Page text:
ed every time. He was n%t over thir
ty steps from me. Some of you may
think I did poor shooting, and I did.
but when I tell you it was just afte
the yankee had snapped his gun in
imy face and puiwhed me with his
bayonet, and you see my nerves were
shattered and my brain compleely
A Sad Reminder.
A story is told by the writer or
"Some stories of the Conert, Plat
form" concerning Mme. Patti, the fa
mous English contralto. The singe:
was delighting a large audience iin
the town hall at Birmingham when
workingMan in the rear of the build
ing was observed to be in tears. T'here
was nothing in the words to account
for this display of feeling, and had
thmis been otheisel the famed prim8
donna was singing in the Italian ton
gue. But the grief of the man became
No such a sale e~
our effort to pus
offer our entire e
and early every
flock to Mimnau
Thn. Black Dress Gi
Tikamoment what you save in thu
often a full half.
50 pieces Black Dress Goods, Brillian
Panama Cloth, all piled on a big center
worth less than 60 and some worth up t<
of any piece in the lot for 39c the yard
25 pieces China Silk, White, Light B]
trope and Navy Blue, worth 50c yd., on
tomer only 25e. yd.
36-in. Cream China Silk, the 60c. kirA
36-in Cream China Silk, the 75c. kind
100 pieces Silk, all 1906 styles, worth
sale, not over one drass pattern to each
136 inch Black Chiffon Taffeta Silk. th<
136 inch Black Chiffon raffeta Silk,' th<
These plices only hold good until Satt
Bleached Sea Islanc
One case 36-in. English Long Cloth, t
Two cases Androscoggin Bleaching, 20(;
Two bales 40-inch Sea Island, only 20'
Two bales 36-in. Sea Island, only 20 y
Unbleached Sheeting 2 1-4 yds. 'wide,
Bleached Sheeting worth 3ic. yd., on
more pronounced ere MIme. Patti hac
(0,lhded. At len zti amid the thun
d(er o applause, the singer retired
aiul Hie stiran.-er was ansked the reason
of, his grief.
"She reminds me so o' my darter.
said tihe tearful one. -She was in the
sin1gin ' line."'
"But surely vourii dauliter couli
not sing like that I'' queried the manl
in the next seat.
No -" answered tle meurner with
aiother soh, "but you could nevei
tell wihat she was singin' about.''
Cheek of A Stowaway.
Young Captain Sealby of the Medi
terranean liner. Cretic, was talking
about stowt-ways, says the Philadel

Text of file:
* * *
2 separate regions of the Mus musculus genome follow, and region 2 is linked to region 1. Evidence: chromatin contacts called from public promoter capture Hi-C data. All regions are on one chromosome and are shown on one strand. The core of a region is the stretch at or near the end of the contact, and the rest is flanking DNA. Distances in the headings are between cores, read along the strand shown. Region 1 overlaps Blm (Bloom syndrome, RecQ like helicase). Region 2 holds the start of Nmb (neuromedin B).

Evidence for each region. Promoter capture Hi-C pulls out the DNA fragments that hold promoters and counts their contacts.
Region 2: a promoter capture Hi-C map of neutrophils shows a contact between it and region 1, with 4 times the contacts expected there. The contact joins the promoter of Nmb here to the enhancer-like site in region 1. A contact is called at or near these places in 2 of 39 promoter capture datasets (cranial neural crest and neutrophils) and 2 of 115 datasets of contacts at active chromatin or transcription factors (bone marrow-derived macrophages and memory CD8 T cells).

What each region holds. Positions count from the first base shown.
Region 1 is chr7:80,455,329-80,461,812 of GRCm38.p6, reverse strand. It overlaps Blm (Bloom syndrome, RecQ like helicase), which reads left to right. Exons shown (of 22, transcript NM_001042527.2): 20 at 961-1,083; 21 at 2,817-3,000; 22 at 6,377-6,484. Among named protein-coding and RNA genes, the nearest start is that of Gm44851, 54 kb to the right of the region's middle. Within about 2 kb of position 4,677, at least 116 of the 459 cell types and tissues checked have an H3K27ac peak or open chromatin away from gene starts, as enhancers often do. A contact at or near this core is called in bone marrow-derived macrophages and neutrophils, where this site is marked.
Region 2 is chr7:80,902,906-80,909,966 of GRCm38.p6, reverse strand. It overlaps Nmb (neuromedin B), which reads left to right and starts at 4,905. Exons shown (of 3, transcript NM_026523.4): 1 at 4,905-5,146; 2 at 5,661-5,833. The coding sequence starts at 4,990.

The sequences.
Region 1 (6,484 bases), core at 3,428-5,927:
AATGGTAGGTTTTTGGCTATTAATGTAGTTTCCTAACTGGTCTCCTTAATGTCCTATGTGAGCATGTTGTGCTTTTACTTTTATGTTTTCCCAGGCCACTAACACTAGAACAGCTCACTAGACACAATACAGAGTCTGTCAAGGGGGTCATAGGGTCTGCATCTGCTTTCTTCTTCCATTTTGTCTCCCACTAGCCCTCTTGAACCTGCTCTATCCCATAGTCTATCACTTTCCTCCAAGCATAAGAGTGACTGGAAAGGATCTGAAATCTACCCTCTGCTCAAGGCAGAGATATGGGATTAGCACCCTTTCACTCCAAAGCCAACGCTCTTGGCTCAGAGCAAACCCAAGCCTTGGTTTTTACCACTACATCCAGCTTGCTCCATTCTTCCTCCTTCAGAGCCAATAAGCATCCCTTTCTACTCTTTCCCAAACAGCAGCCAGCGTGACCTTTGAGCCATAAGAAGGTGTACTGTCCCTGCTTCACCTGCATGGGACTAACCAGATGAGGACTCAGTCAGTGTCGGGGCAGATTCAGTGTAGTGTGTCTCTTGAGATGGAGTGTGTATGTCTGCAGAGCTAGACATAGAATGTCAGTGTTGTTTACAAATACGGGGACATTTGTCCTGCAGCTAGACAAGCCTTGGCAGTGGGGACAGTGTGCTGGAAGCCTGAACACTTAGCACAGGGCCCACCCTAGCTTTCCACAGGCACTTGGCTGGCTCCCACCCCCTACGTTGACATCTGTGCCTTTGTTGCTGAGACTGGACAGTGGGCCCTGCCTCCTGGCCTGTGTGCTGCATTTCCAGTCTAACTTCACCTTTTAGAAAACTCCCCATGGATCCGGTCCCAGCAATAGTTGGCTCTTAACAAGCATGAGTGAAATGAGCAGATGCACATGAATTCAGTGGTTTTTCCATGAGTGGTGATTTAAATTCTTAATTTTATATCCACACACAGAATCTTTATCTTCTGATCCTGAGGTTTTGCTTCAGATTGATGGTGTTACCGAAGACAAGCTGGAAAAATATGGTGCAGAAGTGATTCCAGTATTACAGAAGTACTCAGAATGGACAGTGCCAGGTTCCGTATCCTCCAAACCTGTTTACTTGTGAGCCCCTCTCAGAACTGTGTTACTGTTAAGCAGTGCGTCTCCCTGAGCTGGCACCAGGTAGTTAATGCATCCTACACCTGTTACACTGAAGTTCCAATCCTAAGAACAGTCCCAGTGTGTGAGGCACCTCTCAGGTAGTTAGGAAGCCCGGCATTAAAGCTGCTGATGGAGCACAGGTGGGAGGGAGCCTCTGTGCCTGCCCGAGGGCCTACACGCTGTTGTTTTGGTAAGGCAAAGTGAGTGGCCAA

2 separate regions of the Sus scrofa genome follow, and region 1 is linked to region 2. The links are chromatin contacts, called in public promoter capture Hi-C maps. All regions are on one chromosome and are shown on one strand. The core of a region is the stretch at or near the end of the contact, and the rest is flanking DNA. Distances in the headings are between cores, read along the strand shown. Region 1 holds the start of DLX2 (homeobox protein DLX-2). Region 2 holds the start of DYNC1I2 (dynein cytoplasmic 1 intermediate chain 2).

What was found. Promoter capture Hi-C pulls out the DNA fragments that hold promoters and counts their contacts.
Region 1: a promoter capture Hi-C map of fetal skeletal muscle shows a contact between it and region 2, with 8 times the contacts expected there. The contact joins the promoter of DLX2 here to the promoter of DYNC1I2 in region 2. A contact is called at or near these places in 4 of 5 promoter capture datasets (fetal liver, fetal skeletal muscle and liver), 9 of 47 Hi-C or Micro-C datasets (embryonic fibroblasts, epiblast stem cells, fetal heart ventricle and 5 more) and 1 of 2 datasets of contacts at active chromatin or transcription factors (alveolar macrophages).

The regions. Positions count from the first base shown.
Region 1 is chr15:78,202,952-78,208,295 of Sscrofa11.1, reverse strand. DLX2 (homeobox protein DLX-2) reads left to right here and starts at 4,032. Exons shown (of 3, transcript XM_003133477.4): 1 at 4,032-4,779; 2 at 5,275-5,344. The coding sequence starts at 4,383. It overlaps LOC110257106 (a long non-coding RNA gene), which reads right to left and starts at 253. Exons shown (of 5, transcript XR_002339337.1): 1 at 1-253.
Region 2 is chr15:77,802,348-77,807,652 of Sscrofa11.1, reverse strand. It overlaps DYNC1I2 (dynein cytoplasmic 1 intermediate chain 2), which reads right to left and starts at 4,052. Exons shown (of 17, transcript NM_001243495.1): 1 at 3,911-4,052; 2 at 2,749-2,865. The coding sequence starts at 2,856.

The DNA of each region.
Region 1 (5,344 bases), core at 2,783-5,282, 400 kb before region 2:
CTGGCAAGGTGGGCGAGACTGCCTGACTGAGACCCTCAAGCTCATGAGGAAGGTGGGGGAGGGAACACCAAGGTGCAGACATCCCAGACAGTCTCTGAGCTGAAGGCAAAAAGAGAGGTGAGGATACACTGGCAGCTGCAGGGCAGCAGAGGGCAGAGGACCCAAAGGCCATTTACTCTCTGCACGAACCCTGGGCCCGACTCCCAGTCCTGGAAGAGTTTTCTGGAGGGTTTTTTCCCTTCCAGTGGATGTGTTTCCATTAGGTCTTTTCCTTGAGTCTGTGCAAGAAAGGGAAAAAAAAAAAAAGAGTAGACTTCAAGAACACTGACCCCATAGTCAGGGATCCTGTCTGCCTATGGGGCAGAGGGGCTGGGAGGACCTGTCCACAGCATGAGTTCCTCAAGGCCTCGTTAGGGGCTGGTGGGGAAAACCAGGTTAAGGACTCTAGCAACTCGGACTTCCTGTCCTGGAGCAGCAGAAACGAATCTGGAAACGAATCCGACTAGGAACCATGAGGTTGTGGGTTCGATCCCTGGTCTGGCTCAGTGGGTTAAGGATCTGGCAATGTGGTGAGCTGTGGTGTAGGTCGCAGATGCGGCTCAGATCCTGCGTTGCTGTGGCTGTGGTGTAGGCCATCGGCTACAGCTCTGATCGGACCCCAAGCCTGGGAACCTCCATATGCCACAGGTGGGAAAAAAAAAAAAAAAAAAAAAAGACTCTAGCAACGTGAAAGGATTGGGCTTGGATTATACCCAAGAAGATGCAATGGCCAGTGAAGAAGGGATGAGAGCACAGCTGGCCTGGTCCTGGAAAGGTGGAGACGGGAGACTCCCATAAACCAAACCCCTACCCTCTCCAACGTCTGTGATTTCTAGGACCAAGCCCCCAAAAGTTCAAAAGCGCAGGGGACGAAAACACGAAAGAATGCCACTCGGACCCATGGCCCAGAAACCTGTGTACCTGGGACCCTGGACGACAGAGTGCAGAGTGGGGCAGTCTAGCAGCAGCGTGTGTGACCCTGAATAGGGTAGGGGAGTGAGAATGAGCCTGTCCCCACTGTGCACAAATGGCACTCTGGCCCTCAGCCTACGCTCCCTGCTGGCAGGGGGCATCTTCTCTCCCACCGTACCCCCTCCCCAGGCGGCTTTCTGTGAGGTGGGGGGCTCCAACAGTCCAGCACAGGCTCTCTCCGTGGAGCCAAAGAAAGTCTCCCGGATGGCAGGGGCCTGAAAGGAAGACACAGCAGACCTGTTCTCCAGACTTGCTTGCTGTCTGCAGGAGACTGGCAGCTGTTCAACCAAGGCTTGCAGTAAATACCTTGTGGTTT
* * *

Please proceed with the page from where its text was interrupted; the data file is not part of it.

"Most of these fellows," he said.
"have an excessive quantity of cheek.
"Once we discovered a stowaway
few days out from New York and pt
him to work in the galley.
6A lady on a tour or inspectioi
paused by the stowaway as he sai
How soon do you think we 'll
reach Naples?' she asked him.
- Well. madam,' he replied, 'I'm
doing all I can to get her in by Tues
Thompson & Otto in the Forefront.
The machine operated hy.these gen
flemen is the kind used in all ol
Keiths Theatres. Pictures from thic
machine do not tumble your brair
and set your head to dancing, they
are flickerless and you can sit and en
jov them to the last number. Mr
Thompson who sings the illustrated
songs has a rich, robust tenor voice
with the power to sing into the soul
the selections he renders. The audi
ence frequently joins in the choru,
and make the rafters tremble. All
that is good and novel in the way ol
pictures will be shown including
"-Tracked by' Bloodhounds." or "A
Lynching at Cripple Creek." "Th.
IDetachable Clown.' ' Lover',
Crime.' "Human Fly.' 'Be Surc
Your Sins Will Find you Out.'' 'PC
liee Raid." "Marie Antonette.
"Fake Phenomena." "How a Frenel
Nobleman Got a Wife." Etc.. Etc
One night only at the opera house.
February 28. Popular prices, 25, 3
and 50 cents.
er attempted h
sale will begin \N
h this sale to the
tock at the lowe
morning this we
>ods Sale. G
sale, now less than one-third, 2
ine, Melrose, Albatross and new P
table, not a yard in the lot 20
$1.00 yd , take your choice the v(
Silk Sale! , 2
e, Pink, Nile Green, Heio- only 9
eWaist pattern to each ens- 50 p
.foronly 39c yd. 7-1-2c
for only 48c. yd.
rom 59c. to 85c., for this big
customer 39c. yd.
$1.25 kir.d for only 89e.
$1.50 kind for only 98c. Wa
rday night. worti
l and Sheeting!
e 15c. kind, only 9c. yd ' Eve
ds. to each customer 7ie. yd. Shoes
ds. to each customer 6%c. yd. We
ds. to each customer 5%ec. yd. roll'n
the 25c. kind, only 19c. yd..
y 10 yds. to cach customer, Ag'
~oods sent out ol
iAbraham Liolen, after beinX a
mem )* fcongress. desir-ed to Secure
a clerkship in Washington. but he
was defeated by Justin Butterfield.
lie was disappointed. but. had he not.
been defeated lie would have spent
his lite in obscurl-ity inlsteal of beemn
in]" preSideit 4f the United States.
Oliver Cromwell was once on board
a ship bound for America, but. he was
taken back )v a constable, an(d the
result was that he became one of the
greatest men England ever knew.
Ulvsses Grant would not have been
a military man had it not been that
his rival for a West. Point cadetship
had been found to have six toes on
each foot instead of five.
The great silver mine, the Silver
t King, had been discovered by the
lucky accident of a prospector throw
ing a piece of rock at a lazy mule.
"Say, is the Big Noise in?" in
quired the visitor as he entered the
"Naw; he is out feedin'."
"Well, where is the Chief Gazabo
-the one who has charge when the
Big Noise is out ?"
"He's outa town."
Ain't there somebody here who
acts as the Main Squeeze when
1 they're away?"
"Nobody but me."
'And who are you?"